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Public Art in NYC: Asian Artists


Public Art in NYC: Asian Artists
Ai Weiwei Gilded Cage, 2017. Milled steel, paint. Courtesy of Ai Weiwei Studio/ Frahm & Frahm. Photo: Ai Weiwei Studio


Recommended as the best season to visit New York City, autumn, dubbed “hotumn” this year, has provided the perfect weather for exploring the city’s bountiful offerings of public art.  Here we highlight Asian artists who made New York home for a time, with their public space works now on view in the Big Apple.

Ai Wei Wei’s Good Fences Make Good Neighbors is the artist’s largest public exhibition to date, addressing the global refugee crisis and commentary on the futility of borders as an instrument of political and social division, through 300+ installations engaging themes of fences, walls and territory. Presented by the Public Art Fund as part of their 40th anniversary, the work is also a personal homage of the artist to the city Ai first emigrated to in 1981 where he spent over a decade before returning to China. 

Ai Weiwei Gilded Cage, 2017. Milled steel, paint. Courtesy of Ai Weiwei Studio/ Frahm & Frahm. Photo: Ai Weiwei Studio

One of three monumental works, Gilded Cage, is a series of turnstiles in a large birdcage structure at the south east corner of Central Park, gilded to “please [President Trump]”, whose home at Trump Tower is a short walk away.  The “cage” is an accessible exhibit, interwoven into the fabric of the city and its inhabitants, open to the sky and for public to walk-through.

Ai Weiwei Arch, 2017. Galvanized milled steel and mirror polished stainless steel. Courtesy of Ai Weiwei Studio/ Frahm & Frahm. Photo: Jason Wyche

Another of Ai’s monumental public works is Arch at Washington Square Park, where the artist spent much of his time during the 1980’s. Arch fills most of the space beneath the marble arch at the entrance to the park, a steel cage pierced by the the silhouette of two figures referring to Marcel Duchamp’s 1937 design for the entrance of André Breton’s Paris art gallery, and as well acknowledging Duchamp’s 1917 late night ‘coup’ occupying the top of Washington Square Arch with fellow conspirators to declare a Free and Independent Republic of Washington Square, if only for a few hours.  Ai’s form of the two figures provides a more intimately scaled entry way welcoming visitors into the park, transforming the arch cage into a connecting element within the city fabric.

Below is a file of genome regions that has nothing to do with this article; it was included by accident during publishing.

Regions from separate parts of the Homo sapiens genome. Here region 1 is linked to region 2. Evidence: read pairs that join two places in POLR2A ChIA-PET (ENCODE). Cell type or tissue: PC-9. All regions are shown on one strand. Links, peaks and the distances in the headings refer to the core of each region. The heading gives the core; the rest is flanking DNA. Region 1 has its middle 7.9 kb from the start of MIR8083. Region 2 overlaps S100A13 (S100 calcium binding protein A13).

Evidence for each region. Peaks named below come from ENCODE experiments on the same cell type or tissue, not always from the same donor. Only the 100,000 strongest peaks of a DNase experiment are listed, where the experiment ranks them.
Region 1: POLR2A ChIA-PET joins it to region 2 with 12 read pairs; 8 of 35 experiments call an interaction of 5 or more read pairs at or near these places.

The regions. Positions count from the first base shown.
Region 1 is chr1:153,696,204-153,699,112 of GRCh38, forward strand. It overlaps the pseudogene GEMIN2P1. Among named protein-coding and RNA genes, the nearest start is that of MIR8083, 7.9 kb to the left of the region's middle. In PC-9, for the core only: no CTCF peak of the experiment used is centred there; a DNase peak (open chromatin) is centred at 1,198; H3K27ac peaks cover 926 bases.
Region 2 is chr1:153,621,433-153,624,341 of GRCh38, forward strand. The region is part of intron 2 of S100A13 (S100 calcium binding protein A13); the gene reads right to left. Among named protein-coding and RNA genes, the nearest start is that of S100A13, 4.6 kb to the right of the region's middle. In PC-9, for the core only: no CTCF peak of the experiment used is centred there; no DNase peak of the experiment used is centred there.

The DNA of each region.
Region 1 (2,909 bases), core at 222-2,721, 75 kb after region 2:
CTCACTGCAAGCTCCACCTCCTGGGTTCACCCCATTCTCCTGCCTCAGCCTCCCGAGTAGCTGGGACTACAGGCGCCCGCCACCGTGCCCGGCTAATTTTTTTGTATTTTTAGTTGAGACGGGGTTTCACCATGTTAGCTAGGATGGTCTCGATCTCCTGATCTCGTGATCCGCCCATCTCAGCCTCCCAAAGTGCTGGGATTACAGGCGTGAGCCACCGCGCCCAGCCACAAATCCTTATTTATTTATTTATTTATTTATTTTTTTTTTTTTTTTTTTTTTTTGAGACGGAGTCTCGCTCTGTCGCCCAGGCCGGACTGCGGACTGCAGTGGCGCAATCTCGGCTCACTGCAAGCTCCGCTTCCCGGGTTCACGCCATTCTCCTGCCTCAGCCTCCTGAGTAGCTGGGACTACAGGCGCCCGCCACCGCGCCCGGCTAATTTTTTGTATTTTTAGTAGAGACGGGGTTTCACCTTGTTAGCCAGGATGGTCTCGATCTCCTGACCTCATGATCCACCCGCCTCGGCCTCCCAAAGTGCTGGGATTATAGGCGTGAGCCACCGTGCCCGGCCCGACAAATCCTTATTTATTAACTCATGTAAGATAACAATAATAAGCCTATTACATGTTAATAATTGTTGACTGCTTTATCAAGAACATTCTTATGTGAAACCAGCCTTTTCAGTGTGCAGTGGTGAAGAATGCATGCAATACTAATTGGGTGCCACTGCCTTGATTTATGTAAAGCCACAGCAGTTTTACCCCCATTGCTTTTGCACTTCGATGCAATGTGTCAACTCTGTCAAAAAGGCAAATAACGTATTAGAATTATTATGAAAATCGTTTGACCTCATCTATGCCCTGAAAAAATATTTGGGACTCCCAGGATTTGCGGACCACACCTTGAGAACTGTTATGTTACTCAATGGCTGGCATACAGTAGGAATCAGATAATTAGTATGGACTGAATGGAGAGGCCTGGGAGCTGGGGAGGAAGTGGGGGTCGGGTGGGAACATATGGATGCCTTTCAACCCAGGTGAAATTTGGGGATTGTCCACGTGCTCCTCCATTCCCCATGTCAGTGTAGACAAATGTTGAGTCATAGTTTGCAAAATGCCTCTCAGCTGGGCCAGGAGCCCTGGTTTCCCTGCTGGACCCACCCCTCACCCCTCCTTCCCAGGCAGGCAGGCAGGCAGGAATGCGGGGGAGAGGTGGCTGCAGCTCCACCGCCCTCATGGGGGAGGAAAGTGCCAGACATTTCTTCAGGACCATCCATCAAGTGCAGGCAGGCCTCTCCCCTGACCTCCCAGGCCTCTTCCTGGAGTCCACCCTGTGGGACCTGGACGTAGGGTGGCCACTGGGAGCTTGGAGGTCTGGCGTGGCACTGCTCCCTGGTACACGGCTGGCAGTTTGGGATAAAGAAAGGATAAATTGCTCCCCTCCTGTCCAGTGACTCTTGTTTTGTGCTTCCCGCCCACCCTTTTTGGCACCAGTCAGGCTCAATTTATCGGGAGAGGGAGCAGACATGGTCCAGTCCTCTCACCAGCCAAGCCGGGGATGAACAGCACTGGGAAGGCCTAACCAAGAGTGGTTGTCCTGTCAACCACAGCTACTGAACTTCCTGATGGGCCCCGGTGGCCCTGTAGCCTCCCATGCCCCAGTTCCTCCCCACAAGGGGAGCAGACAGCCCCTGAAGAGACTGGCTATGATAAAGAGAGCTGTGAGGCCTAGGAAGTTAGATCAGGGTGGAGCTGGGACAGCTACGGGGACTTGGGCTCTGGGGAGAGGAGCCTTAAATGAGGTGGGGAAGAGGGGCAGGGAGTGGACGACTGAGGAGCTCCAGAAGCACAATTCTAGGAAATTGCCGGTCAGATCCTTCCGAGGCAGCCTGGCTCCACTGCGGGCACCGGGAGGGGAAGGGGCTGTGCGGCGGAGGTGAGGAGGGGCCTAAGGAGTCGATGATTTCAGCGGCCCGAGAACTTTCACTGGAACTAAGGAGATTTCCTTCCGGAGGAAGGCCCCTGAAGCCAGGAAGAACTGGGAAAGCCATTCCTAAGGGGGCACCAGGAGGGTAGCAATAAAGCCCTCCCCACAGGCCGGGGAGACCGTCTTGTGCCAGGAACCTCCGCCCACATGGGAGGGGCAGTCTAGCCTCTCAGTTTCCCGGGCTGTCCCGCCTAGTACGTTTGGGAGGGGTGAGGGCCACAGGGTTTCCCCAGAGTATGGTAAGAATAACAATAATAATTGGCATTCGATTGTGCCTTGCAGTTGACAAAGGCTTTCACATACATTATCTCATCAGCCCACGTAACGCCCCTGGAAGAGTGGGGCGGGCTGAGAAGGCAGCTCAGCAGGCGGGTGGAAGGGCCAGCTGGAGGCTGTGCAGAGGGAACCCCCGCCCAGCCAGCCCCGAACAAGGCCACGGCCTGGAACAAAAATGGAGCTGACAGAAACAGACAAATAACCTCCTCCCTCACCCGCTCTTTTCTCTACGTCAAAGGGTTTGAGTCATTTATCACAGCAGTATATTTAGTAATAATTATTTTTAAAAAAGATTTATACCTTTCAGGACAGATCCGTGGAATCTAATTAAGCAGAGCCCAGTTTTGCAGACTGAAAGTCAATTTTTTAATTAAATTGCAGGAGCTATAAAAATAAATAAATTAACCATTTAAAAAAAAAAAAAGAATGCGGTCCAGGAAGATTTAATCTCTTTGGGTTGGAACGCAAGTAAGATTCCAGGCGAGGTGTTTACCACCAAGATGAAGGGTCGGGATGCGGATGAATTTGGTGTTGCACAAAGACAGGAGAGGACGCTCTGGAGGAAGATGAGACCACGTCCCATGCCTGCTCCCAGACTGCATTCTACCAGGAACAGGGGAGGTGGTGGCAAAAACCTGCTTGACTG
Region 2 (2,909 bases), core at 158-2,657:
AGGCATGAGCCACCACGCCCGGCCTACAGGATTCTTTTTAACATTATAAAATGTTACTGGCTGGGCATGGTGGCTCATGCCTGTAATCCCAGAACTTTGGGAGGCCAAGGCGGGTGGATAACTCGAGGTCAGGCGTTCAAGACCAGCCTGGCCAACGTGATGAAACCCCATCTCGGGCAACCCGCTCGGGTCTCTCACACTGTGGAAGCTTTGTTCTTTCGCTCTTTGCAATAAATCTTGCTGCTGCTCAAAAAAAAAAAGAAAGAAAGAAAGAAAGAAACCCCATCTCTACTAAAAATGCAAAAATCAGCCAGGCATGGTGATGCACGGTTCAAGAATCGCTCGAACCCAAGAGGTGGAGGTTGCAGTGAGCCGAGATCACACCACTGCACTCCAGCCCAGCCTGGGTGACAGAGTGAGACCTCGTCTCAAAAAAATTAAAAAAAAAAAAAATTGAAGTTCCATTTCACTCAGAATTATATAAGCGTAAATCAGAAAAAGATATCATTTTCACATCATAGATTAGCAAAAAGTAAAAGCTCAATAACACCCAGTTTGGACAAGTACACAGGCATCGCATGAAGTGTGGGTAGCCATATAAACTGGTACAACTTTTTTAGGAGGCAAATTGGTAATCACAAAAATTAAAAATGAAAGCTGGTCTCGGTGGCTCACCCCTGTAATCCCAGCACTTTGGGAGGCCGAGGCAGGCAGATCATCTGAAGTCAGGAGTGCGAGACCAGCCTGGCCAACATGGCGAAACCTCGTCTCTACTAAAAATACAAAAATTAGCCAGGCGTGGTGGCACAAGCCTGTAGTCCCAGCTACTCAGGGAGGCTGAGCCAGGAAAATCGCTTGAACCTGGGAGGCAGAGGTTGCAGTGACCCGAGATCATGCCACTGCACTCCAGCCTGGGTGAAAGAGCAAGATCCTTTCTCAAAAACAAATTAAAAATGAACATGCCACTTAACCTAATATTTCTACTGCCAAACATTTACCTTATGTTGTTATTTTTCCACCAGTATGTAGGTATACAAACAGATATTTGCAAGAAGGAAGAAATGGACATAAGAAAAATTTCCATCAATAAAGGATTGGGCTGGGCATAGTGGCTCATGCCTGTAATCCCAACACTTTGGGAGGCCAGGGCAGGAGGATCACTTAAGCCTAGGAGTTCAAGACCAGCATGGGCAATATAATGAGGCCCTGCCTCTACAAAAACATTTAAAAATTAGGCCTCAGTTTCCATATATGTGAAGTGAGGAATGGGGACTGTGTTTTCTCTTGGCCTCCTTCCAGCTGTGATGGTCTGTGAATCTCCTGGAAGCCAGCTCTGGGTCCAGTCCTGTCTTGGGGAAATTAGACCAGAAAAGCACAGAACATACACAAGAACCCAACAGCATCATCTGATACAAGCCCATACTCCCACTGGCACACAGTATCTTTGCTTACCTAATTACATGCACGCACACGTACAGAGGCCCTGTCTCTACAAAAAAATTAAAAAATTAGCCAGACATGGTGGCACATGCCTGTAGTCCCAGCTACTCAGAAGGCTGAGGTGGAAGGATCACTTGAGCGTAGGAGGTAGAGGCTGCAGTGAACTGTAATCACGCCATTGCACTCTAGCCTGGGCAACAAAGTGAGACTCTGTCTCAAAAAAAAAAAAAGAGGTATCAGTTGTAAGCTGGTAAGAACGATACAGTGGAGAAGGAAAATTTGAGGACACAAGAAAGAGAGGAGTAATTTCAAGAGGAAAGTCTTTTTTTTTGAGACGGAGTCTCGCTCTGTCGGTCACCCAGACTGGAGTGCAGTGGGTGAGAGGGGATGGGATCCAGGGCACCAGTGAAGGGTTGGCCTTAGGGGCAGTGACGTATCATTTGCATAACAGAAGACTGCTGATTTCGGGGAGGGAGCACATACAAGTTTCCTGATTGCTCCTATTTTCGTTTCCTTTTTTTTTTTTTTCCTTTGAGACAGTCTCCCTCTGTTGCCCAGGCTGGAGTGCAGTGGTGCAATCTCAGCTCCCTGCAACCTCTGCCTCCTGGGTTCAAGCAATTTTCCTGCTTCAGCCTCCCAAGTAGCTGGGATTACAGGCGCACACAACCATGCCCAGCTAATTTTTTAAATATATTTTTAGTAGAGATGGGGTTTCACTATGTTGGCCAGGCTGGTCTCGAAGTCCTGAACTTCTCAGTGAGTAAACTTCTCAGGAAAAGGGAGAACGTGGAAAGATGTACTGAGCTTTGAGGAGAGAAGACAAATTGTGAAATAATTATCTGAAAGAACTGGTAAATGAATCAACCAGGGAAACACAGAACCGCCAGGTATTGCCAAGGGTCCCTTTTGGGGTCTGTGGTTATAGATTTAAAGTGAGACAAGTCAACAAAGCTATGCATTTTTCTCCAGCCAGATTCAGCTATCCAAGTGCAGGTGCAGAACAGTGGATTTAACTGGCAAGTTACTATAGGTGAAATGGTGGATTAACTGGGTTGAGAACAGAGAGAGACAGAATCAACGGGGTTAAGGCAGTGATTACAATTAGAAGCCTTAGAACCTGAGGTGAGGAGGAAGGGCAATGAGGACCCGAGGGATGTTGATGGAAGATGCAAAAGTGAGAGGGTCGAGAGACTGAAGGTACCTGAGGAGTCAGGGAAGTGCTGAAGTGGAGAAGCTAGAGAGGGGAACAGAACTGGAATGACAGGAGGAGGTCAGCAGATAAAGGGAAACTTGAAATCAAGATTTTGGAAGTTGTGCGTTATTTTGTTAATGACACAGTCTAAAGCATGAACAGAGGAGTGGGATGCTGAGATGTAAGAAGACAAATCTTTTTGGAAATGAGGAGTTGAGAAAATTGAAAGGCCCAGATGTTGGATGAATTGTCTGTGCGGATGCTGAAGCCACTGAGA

See more here about Good Fences Make Good Neighbors.

Do Ho Suh (b. 1962). Installation view 95 Horatio Street, 2017. Digital image on vinyl.Collection of the artist; courtesy Lehmann Maupin, New York, and Victoria Miro, London. Photograph by Ronald Amstutz

A new work by artist Do Ho Suh, who emigrated from South Korea to New York, spending more than twenty years in the city, is on view as part of series of public art installations across from the Whitney Museum at the southern ending of the High Line public park, built on the elevated historical rail line on Manhattan’s West Side, in operation between 1934 and 1980. A site-specific work best viewed from the end of the High Line above street level, 95 Horatio Street allows one to imagine what the view would have looked like in the days when the elevated tracks ran through buildings directly connecting factories and warehouses, preventing street-level traffic below.  Suh’s work has explored the emotional significance of architectural space and its relationship to personal memory and the collapse of time which he has explored in various media, but most notably with his fabric full scale recreations and rubbings on paper of his NYC apartment.

Jean Shin, Elevated, 2016

Artist Jean Shin, also born in South Korea now living in Brooklyn, similarly works with notions of personal identity, often through castaway objects. She was one of four artists commissioned to provide a permanent installation for the Second Avenue Subway project.  The  63rd Street station features Shin’s work, Elevated, drawing on the city’s history of public transit, working with archival photographs of another set of above ground rail lines, this time the historic raised subway lines at 2nd and 3rd Avenues.  Reconfigured at each level of the station using different materials, she allows contemporary viewers to see themselves in the cityscape of the past and to mingle with the inhabitants of the 1940’s.

Yayoi Kusama, Large Pumpkin, 2014. Bronze with patina accens, 241 x 235 x 235 cm, edition #2/8. Installation view at Sky, 605 W42nd St, New York

Continuing on the global Yayoi Kusama craze, New York now has its first and only permanently sited public artwork by the obsessive Japanese artist.  Kusama lived in the city from 1957 to 1973 becoming a central figure of the New York avant-garde, creating her most seminal works including the first Infinity Net paintings, Accumulation soft fabric sculptures, Infinity Mirror installations, and performance art Happenings.  Housed in front of the luxury Sky residential tower on W42nd Street, the bronze polka dotted pumpkin weighs 2,668 pounds, and stands over 8 feet tall. It is one of the many works she has dedicated over the decades to the humble vegetable which Kusama is said to be enchanted by for their ‘charming and winsome form.’ 


Ai Wei Wei, Good Fences Make Good Neighbors runs until February 11, 2018.

Do Ho Suh, 95 Horatio Street is on show now. End date indeterminate.

Jean Shin, Elevation and Yayoi Kusama, Large Pumpkin are permanent installations. 

Any views or opinions in the post are solely those of the authors and do not necessarily represent the views of the company or contributors.


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